Chargaff’s Rule is the most basic rule of DNA

A and T, and G and C are present in the same amounts in DNA. It’s the most basic rule of DNA. It’s also called Chargaff’s Rule.

Chargaff’s Rule is the most basic rule of DNA
Chargaff E, et al. 1950. Composition of human desoxypentose nucleic acid. Nature. DOI:10.1038/165756b0

Well before the structure of the DNA double helix was revealed by Watson and Crick (with the help of Franklin and Gosling!), biochemists first had to figure out the chemical make-up of deoxyribonucleic acid.

Identifying the bases and how they were linked together with a phosphate backbone was the work of Phoebus Levene.

He was the first to tease out the chemical makeup of ‘desoxypentose nucleic acid,’ which we lovingly refer to today as DNA!

However, because only 4 bases existed, Levene triumphantly declared that DNA was far too simple to be considered the chemical that stored the genetic information of organisms.

He fell into the same trap as most everyone else at the time, and believed that the genetic material was protein.

Levene proposed the ‘tetranucleotide hypothesis’ which stated that DNA was made up of repeats of the same 4 nucleotides and these nucleotides were present in equal amounts.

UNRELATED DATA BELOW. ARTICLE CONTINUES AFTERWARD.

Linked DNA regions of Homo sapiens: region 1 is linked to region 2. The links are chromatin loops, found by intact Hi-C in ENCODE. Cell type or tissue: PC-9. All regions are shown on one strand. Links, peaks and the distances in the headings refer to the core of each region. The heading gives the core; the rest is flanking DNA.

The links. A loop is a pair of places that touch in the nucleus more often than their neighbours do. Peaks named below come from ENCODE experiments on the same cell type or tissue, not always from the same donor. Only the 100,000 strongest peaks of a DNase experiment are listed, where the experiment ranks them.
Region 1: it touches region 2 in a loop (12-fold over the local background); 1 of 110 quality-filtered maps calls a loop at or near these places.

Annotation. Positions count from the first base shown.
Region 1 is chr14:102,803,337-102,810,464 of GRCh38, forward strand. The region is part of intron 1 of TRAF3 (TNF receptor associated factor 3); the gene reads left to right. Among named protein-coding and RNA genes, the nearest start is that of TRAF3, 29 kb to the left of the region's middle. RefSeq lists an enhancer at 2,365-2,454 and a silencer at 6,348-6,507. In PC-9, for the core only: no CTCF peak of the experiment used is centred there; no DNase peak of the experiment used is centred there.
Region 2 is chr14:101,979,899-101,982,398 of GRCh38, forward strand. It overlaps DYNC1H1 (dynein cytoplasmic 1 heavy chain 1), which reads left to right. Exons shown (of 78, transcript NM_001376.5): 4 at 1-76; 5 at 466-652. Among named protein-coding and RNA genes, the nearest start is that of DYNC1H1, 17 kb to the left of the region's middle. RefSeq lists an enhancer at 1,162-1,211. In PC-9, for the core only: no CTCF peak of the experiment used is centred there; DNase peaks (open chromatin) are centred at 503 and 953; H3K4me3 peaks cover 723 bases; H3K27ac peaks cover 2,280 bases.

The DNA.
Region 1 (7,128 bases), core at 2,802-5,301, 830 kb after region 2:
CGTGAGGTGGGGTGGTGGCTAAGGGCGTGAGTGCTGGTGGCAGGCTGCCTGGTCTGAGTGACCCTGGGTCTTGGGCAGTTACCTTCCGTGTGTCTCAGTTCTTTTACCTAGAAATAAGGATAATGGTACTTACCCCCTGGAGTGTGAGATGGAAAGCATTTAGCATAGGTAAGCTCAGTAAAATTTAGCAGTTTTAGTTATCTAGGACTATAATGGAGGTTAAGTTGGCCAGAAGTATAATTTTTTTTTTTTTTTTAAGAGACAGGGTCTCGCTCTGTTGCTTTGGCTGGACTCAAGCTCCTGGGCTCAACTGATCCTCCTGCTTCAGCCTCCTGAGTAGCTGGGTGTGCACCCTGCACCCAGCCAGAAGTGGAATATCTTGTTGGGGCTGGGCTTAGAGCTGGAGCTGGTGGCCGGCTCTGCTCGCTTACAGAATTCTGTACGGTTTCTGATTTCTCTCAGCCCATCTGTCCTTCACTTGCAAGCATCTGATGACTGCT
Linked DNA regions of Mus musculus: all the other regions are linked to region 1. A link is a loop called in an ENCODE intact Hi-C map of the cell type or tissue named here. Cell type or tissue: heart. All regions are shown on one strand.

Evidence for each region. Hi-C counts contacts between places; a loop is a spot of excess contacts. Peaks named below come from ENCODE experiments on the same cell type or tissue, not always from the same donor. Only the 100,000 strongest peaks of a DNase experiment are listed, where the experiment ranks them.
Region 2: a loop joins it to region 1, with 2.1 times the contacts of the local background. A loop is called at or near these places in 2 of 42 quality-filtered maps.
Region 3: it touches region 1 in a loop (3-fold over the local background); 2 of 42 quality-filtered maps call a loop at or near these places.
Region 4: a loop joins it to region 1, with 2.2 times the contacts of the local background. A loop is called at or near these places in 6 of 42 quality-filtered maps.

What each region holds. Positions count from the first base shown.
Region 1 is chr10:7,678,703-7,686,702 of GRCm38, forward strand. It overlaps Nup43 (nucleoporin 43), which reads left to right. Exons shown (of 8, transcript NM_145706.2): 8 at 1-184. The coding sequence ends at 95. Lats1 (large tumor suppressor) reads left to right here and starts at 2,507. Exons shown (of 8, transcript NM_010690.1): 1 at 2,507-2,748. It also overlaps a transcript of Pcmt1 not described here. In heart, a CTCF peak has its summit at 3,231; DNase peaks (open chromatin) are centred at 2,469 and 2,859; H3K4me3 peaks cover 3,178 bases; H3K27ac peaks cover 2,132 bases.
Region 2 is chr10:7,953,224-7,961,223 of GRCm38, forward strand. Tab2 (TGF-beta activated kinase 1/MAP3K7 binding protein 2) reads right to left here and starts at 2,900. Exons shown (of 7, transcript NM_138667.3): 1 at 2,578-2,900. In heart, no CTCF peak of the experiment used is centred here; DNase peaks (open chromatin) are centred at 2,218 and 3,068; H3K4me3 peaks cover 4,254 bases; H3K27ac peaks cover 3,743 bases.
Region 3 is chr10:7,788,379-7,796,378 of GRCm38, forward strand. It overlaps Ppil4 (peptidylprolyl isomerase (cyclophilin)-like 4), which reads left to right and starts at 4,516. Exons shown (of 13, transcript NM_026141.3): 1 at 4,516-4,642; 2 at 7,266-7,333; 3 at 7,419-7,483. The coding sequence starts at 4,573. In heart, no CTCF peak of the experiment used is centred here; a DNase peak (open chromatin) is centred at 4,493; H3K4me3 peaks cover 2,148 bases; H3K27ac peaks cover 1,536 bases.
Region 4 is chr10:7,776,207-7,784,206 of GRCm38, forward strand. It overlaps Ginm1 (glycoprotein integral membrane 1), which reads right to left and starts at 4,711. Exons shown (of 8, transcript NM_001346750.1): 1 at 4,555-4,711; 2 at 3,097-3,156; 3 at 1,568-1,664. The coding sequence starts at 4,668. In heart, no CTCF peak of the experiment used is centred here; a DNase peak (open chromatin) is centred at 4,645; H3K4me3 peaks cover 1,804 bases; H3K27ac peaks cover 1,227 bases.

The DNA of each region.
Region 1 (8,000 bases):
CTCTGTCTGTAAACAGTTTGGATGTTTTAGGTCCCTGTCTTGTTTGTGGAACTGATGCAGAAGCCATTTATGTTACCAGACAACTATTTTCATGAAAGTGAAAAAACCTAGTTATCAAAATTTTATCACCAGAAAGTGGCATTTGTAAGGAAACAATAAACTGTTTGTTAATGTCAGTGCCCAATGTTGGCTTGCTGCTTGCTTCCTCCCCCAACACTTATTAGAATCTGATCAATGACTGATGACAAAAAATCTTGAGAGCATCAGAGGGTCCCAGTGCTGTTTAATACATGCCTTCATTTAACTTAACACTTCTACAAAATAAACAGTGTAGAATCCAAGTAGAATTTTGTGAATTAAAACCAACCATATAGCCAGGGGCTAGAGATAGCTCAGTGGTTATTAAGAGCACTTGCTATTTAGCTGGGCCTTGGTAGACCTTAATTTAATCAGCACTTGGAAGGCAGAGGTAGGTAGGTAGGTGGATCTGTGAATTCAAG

We now know that this was totally wrong and part of the reason why Levene thought that nucleotides were present in equal amounts was because the analytical methods used in 1928 were not accurate enough.

It took another 22 years, and the invention of much more sensitive paper based chromatography techniques to tease out the true chemical nature of DNA.

But the first cracks in the hypothesis that ‘proteins are the genetic material’ appeared in 1944 when Avery, Macleod and McCarty showed in a series of experiments that DNA, and not protein, could ‘transform’ the bacteria pneumococcus.

While the majority of scientists at the time ignored this paper (because the results were contrary to popular belief) Erwin Chargaff of Columbia University was intrigued.

He saw Avery’s results as the first evidence that maybe the field had it all wrong about DNA, and that it wasn’t just a random jumble of nucleotides but something much more important.

So, he did what he did best, got in the lab, extracted a bunch of DNA from a bunch of different organisms and calculated in exacting detail how much of each base was present in every sample he tested.

A good number of these papers are in German, but the one that I’m pulling from today was published in Nature in 1950.

The figure above shows the nucleotide content of human sperm and human thymus.

~28% of human DNA is made up of Adenine, 18% Guanine, 18% Cytosine, and 30% Thymine.

These results show that the nucleotides aren’t all present in the same amounts as Levene had hypothesized, but that Adenine and Thymine, and Guanine and Cytosine are found in equal concentrations.

This was a key discovery on the path to showing how these seemingly complementary nucleotides bound together in the structure of DNA.